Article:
If you’ve ever been to the Keys, you know she’s in for a rude awakening. Factor in the Miami airport hassle, rental car lines, rush hour traffic, and the fact that it’s about a 150 mile drive, and she won’t be in her hotel until at least 9:30 or 10:00 p.m. As far as the plan to have dinner on Duvall Street before driving to Miami for an 8:40 pm flight home — good luck!

Sure, Miami is “right next to” the Keys, right? So it’s understandable that she thought this itinerary would work. But a travel professional would have explained the realities of the geography (the actual distance, the fact that it’s a two lane road in sections) and the nightmare that is the Miami airport (I prefer to fly into Fort Lauderdale instead, drive the extra distance, and maintain my sanity) and would have presented her with some much better options — like flying directly into Key West, which is the only thing that makes sense for such a short stay.

This is a perfect example of why even the simplest getaways can benefit from some professional guidance and advice. But I will admit that do-it-yourselfers like this are great for the entertainment value!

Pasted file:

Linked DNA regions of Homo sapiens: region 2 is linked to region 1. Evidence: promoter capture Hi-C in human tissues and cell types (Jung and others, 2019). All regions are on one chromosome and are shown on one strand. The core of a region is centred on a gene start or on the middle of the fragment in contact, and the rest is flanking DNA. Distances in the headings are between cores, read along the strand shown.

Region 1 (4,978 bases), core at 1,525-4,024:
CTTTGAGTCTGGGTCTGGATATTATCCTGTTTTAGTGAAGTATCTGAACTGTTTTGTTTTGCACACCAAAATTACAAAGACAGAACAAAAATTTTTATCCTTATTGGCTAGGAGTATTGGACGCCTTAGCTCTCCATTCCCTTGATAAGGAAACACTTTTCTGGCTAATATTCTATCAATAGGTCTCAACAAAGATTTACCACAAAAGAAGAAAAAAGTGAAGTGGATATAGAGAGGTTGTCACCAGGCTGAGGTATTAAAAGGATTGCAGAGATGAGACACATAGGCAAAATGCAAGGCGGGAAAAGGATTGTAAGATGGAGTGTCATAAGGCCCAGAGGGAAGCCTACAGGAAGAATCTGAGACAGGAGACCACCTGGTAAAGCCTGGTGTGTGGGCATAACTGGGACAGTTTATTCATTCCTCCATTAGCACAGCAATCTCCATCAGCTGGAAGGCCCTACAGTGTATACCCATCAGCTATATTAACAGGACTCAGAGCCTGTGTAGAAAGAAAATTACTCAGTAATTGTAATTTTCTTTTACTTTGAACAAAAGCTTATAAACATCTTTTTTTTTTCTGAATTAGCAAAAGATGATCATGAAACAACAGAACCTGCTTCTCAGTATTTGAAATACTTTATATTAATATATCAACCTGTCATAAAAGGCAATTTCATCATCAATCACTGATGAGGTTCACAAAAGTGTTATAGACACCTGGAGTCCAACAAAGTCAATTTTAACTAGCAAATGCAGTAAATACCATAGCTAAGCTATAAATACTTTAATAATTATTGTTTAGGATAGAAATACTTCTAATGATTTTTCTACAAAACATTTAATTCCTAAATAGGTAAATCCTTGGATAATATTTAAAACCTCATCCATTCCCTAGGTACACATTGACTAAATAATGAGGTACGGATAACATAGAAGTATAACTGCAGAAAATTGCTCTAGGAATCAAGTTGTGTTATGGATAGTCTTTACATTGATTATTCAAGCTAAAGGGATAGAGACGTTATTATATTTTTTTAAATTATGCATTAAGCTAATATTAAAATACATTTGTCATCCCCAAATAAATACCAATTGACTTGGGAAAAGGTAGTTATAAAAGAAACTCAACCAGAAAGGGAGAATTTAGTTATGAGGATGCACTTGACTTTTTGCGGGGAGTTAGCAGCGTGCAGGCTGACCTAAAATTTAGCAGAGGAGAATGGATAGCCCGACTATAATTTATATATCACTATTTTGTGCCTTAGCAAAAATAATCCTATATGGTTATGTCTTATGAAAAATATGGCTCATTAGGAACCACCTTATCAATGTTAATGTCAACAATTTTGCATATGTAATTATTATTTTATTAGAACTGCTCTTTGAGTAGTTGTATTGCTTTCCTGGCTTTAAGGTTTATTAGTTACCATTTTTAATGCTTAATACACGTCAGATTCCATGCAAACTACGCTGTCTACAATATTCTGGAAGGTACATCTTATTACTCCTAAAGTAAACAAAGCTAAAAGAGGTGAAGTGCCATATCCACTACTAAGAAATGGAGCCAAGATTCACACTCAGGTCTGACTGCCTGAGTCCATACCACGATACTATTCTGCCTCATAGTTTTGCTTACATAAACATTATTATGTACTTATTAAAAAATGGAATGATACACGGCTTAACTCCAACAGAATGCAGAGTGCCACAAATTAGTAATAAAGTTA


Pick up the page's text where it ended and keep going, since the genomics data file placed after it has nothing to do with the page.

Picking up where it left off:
What’s your time worth?

I had a potential client tell me the other day that she had spent “hours” scouring the internet to find a quote that was $10 cheaper than the one I had given her for her vacation.  Let’s assume she spent three hours — that would mean her time was worth about $3.50 per hour? Even if she only spent two hours, that’s $5.00 per hour, which is still below minimum wage. Even my 13-year-old daughter makes $10 per hour to babysit!

It’s an extreme example, I know, but it illustrates a mindset that baffles me. Why would a busy professional spend hours on the internet trying to save a few dollars on a vacation? Wouldn’t that time be better spent on work, or family, or just about anything else besides sitting at a computer stressing out about something that’s supposed to be relaxing? Not to mention the fact that if they go ahead and book with the rock-bottom vendor they found online, what kind of service are they going to get? 

Most of us only take about two weeks of vacation a year, and we dream about it (and save up for it) for weeks and months before hand. My clients know that, by putting the planning process in my hands, they’ll be getting a great vacation (tailored specifically to their needs and desires) at a great price, and they won’t have to spend hours on the internet worrying about it!

Welcome to the Annie’s Escapes Travel Blog — a central gathering place for travel tips and advice, photos, trip reviews, travel questions, and more.

We’ll keep the site updated with our thoughts and ideas, and if you love to travel, please chime in. 

For more information about Annie’s Escapes, visit www.AnniesEscapes.com